New York Times – March 19, 2006:

• The Earth revolves around the Sun.

• The speed of light is a constant.

• Apples fall to earth because of gravity.

• Elevated blood sugar is linked to diabetes.

• Elevated uric acid is linked to gout.

• Elevated homocysteine is linked to heart disease.

• Elevated homocysteine is linked to B-12 deficiency, so doctors should test homocysteine levels to see whether the patient needs vitamins.

ACTUALLY, I can’t make that last statement. A corporation has patented that fact, and demands a royalty for its use. Anyone who makes the fact public and encourages doctors to test for the condition and treat it can be sued for royalty fees. Any doctor who reads a patient’s test results and even thinks of vitamin deficiency infringes the patent. A federal circuit court held that mere thinking violates the patent.



  1. jasontheodd says:

    This one is just too easy, humor requires challenge. This is just sad. If it’s true then the patent system now has the potential to kill people…….great.

  2. Mr. Fusion says:

    Elevated homocysteine is linked to B-12 deficiency, so doctors should test homocysteine levels to see whether the patient needs vitamins.

    ACTUALLY, I can’t make that last statement. A corporation has patented that fact, and demands a royalty for its use.

    Gee, since Metabolite, the company which “owns” this idea wants me to pay for it, maybe they would like to pay me because I have the condition. I didn’t ask for the condition and if is theirs, they can fix THEIR problem. Then we could move on to the outfit that owns the Diabetes gene. Then the Hepatitis C gene.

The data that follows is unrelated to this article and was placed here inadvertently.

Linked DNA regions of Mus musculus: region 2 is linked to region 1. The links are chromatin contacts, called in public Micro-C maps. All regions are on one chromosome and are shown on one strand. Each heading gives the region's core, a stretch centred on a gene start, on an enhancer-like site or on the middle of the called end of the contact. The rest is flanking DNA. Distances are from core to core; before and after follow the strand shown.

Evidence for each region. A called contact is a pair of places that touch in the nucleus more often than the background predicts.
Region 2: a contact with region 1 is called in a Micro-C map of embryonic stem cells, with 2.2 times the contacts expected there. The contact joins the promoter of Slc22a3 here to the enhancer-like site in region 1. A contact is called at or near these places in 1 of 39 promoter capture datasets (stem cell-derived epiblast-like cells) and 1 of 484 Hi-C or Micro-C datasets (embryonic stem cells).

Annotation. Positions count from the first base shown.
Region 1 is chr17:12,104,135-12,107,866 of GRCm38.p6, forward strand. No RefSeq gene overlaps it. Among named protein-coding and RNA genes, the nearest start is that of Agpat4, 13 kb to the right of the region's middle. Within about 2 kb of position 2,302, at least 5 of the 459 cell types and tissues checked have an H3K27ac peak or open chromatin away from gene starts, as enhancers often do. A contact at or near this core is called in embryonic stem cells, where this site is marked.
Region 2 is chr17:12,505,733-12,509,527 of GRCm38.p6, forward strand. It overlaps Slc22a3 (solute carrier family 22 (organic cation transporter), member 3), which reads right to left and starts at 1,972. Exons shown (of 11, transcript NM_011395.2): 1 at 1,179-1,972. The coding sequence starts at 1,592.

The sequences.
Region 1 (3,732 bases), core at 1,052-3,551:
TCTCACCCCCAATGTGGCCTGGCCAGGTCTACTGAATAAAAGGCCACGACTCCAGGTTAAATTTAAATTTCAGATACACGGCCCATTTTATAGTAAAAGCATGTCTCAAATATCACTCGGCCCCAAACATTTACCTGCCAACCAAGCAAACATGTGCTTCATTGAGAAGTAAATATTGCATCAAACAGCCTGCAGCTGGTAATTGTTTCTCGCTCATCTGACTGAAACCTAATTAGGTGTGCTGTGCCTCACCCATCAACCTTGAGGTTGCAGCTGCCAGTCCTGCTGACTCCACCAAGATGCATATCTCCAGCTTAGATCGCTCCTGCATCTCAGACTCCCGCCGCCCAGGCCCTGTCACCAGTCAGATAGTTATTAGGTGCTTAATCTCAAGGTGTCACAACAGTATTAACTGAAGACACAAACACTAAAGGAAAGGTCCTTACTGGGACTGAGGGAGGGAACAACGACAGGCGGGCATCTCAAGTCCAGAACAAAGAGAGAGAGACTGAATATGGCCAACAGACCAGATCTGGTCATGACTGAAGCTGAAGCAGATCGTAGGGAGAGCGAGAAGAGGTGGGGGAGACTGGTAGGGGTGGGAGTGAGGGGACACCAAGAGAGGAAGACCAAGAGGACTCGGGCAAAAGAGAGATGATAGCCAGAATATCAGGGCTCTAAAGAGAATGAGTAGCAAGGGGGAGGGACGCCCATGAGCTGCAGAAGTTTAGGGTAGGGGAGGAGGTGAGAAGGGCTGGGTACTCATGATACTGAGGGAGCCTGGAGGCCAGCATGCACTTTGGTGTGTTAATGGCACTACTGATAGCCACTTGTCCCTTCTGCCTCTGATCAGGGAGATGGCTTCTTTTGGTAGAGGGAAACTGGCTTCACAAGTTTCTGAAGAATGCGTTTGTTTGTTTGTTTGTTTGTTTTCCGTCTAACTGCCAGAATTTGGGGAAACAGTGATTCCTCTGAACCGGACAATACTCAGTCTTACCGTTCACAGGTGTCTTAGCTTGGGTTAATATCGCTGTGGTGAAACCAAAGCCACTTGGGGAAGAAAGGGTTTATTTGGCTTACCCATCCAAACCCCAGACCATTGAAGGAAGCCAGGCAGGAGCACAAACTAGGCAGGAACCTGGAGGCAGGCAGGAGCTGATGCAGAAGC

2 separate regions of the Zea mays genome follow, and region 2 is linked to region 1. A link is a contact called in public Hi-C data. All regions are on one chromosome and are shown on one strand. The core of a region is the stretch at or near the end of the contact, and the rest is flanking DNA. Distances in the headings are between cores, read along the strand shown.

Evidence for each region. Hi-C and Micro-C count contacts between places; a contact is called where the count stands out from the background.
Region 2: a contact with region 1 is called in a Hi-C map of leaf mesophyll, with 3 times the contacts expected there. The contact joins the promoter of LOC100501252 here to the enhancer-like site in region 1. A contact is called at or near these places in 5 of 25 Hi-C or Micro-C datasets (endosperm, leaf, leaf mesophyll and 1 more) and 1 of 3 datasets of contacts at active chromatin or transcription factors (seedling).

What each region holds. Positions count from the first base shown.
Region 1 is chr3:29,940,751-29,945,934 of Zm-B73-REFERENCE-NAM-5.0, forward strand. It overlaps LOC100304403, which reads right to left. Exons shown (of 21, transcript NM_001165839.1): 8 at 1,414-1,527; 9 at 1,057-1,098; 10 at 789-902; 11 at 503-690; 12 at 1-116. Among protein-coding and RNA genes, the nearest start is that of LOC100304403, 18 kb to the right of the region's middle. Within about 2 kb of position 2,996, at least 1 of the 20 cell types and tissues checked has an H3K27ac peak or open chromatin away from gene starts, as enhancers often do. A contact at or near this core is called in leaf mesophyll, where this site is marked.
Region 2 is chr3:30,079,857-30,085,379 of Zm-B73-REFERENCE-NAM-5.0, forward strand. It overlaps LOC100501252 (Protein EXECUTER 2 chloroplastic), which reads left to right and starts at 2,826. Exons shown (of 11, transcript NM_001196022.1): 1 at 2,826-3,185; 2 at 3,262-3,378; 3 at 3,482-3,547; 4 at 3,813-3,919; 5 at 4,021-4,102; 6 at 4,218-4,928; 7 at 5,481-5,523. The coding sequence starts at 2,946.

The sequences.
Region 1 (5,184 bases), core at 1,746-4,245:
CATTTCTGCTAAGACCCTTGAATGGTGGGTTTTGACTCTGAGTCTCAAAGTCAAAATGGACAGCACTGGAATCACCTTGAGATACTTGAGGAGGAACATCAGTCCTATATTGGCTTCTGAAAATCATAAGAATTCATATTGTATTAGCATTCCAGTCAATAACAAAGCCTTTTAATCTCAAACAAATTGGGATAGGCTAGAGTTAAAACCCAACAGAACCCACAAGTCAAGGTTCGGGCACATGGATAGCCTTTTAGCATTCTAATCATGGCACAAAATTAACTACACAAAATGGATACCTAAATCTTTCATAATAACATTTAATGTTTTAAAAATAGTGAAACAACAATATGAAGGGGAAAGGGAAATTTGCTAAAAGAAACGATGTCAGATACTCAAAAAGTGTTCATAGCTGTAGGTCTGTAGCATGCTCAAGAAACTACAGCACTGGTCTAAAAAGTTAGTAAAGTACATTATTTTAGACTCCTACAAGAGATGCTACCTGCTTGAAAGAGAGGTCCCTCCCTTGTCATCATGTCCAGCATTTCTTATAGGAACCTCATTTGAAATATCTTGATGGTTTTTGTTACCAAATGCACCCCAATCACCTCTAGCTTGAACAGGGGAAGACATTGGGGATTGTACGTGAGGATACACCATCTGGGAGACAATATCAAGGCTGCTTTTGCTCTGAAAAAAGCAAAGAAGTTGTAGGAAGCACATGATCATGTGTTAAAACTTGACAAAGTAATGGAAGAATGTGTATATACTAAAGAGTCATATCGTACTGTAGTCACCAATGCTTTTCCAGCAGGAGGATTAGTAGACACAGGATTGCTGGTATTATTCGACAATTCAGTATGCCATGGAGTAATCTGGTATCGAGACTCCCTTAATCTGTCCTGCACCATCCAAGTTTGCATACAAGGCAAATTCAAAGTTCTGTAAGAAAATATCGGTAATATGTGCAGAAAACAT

These illnesses and genes existed long before any of these companies. So please, someone explain how anyone can own an existing thing.

  3. garym says:

    This actually works. Now, when someone’s loved one dies of a disease that doctors can’t research because someone is holding a patent on the correlation between the genetics and the condition, the family can sue the patent holder and the PATENT OFFICE to get the patent thrown out.

    Unfortunately, our society has devolved to the point where everything has to be settled with a law suit. Why not file suit to end law suits? This could just be the ticket.

    G

  4. gquaglia says:

    Just another reason why the US patent system is F’ed up and needs a major overhaul.

  5. Improbus says:

    Common Sense is now hard to find. *rolls eyes* Here’s an idea, make patents a subject to a public review. Duh.

  6. Alex says:

    The patent system is broken. It started with Amazon’s “One Click” button then algorythms, now this. Soon someone is going to patent breathing. The really scary part is that the people who would “fix” this problem are in congress. I shudder to thing what they would consider a fix.

  7. gquaglia says:

    “The really scary part is that the people who would “fix” this problem are in congress. I shudder to thing what they would consider a fix.”

    DMCA, Orin Hatches ill fated Induce Act, if this is any indication of Congressess wisdom, then we are all doomed!

  8. moss says:

    Alex is back to the core of this. It’s been decades since Congress offered anything more than pretence at representing any electorate. Government officialdom follows the lead dogs — lobbyists and “consultants” — who provide everything from largesse to campaign funds to post-government employment. It mostly used to be the Pentagon. But, the whole process worked so well it was just a matter of expanding the dedicated process.

    Neither party of flunkies cares about changing anything. I’d vote for conservative Libertarian candidates or candyass Greens — if I thought someone might stir things up enough to kick the con artists out onto the street.